Oh, man, I had major misconceptions on what conflict even was, and looking back, it held me back. Conflict is critical to organizations, and even for families, to grow, but in order to embrace healthy conflict, one must be skilled with how to handle it.
Conversational Capacity by Craig Weber is an excellent book that offers skills and ideas on how to value and embrace conflict while building team and growing.
It's not as if anyone can read Conversational Capacity (2013) and be a maestro with business conversations, building teams and addressing conflict. However, Weber does offer a lot of food for thought and skill building. For me, it changed my mindset with how to approach work conversations. I am more intentional and will help guide conversations to where I perceive it is meant to be. Of course, my perceptions sometimes can be off, but heck, at least I am trying.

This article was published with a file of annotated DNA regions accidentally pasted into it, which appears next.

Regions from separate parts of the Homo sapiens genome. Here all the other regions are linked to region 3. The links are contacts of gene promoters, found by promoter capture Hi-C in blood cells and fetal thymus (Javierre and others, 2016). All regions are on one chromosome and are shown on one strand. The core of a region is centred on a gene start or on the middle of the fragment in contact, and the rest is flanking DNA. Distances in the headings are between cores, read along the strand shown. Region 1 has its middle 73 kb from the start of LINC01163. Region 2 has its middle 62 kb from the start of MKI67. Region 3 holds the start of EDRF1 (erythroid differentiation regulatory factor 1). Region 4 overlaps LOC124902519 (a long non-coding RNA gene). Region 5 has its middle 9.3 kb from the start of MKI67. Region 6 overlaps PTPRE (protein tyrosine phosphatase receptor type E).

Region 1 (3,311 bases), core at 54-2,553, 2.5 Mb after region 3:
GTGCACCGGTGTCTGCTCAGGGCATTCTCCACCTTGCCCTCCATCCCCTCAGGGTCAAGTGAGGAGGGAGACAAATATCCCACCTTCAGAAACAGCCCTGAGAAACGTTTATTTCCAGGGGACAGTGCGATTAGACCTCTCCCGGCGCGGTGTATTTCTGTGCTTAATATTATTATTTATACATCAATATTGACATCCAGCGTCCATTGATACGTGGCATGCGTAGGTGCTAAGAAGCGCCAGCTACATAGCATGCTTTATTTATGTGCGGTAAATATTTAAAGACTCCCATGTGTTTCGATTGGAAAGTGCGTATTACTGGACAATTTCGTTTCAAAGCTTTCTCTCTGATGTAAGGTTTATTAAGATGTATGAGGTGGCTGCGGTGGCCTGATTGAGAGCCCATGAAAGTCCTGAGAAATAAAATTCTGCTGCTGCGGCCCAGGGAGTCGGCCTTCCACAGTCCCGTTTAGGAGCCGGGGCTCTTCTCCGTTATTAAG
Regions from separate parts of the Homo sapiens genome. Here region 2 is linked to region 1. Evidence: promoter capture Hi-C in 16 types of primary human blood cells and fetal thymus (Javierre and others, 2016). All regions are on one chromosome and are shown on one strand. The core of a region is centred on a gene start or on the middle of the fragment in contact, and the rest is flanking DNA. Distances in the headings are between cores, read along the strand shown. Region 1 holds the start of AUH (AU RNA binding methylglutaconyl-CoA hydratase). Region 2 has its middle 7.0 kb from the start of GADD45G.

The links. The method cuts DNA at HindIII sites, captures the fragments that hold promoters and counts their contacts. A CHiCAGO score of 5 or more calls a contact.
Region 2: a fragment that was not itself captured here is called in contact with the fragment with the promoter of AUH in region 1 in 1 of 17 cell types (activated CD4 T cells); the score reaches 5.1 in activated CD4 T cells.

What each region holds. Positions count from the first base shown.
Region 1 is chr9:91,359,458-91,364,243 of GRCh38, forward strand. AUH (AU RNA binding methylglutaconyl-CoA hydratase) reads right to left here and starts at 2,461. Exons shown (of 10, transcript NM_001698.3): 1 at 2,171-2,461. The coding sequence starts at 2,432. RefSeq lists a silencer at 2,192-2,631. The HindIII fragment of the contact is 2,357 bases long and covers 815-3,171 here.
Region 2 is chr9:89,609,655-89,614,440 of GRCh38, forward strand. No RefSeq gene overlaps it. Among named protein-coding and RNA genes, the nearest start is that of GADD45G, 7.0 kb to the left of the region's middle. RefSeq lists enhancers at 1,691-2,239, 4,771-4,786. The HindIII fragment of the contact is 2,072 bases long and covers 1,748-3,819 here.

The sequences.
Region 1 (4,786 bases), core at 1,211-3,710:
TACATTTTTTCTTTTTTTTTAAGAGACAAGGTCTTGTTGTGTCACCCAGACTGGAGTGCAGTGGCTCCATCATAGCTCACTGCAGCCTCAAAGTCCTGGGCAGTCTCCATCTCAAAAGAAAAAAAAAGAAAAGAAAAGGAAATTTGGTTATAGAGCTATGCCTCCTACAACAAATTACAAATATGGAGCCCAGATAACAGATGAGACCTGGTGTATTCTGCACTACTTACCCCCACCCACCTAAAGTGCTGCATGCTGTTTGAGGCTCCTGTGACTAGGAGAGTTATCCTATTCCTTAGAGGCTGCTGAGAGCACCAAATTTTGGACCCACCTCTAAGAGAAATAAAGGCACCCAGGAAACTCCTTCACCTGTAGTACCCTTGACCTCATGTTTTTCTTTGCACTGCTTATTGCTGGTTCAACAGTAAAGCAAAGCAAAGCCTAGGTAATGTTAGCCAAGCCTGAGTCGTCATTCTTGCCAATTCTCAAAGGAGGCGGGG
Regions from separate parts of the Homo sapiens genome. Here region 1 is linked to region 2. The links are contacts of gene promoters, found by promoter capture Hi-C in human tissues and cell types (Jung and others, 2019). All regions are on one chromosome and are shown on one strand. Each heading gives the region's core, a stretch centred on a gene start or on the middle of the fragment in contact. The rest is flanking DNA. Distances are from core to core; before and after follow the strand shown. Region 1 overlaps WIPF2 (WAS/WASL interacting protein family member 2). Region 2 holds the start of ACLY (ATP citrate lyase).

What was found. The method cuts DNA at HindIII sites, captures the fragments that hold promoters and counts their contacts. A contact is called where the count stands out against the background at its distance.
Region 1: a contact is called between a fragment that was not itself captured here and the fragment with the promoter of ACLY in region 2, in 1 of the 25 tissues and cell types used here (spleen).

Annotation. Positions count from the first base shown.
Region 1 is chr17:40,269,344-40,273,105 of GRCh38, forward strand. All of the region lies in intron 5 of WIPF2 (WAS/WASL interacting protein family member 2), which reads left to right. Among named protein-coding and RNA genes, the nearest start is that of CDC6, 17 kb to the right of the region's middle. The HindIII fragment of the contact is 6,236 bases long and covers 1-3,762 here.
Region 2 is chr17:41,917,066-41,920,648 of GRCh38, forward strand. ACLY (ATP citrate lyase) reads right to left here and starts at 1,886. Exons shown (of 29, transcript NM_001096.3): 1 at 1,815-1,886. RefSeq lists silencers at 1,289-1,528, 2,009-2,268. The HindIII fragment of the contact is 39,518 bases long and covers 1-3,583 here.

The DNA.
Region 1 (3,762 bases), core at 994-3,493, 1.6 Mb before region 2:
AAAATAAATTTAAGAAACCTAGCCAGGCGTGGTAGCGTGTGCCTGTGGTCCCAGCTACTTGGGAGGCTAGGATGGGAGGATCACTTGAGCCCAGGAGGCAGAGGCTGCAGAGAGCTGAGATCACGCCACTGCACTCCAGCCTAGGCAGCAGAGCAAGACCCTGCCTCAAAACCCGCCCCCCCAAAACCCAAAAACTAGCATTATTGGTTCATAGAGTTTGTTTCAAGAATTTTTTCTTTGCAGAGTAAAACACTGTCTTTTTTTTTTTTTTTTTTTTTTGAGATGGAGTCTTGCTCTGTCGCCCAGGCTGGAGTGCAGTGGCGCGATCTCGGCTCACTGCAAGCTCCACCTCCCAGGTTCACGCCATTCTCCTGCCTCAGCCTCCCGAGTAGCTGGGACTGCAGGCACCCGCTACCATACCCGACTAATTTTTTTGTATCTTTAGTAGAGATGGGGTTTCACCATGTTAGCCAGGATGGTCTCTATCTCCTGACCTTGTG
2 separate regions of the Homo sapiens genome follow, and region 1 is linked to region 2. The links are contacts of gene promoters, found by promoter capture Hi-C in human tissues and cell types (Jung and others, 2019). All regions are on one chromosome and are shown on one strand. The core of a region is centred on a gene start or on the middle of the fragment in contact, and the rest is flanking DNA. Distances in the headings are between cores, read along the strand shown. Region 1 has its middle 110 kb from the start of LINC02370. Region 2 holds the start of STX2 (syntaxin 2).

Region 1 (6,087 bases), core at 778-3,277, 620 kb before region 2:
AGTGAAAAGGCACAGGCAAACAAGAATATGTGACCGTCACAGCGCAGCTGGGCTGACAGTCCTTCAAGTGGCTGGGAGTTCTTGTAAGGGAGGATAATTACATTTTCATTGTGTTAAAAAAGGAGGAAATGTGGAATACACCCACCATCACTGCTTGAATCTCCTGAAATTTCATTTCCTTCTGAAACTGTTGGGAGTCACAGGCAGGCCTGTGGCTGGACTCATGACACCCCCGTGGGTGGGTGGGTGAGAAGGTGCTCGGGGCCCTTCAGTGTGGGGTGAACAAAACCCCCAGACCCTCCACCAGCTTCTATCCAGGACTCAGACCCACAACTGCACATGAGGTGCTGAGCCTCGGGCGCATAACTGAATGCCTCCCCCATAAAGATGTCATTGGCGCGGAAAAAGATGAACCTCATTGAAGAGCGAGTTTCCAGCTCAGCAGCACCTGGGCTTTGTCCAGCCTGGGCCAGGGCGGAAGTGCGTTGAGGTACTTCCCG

Why do so many people hate meetings? Why did I used to hate them?
Well, many participants in meetings do not have any training on how to run them or how to contribute. Maybe we think it's common sense, but it really isn't. I believe it is reasonable to focus on "how to run and contribute to successful meetings" for 5 percent of an organization's meeting time. Usually, it's zero percent. (By the way, I also recommend Patrick Lencioni's book Death by Meeting, but I already have a Lencioni book on this list. So I did not officially recommend it in this project.)
Anyway, back to Conversational Capacity, I highly recommend it because I believe conversational skills must continually be worked on, especially in professional settings. The first step with improvement typically is an honest and real conversation.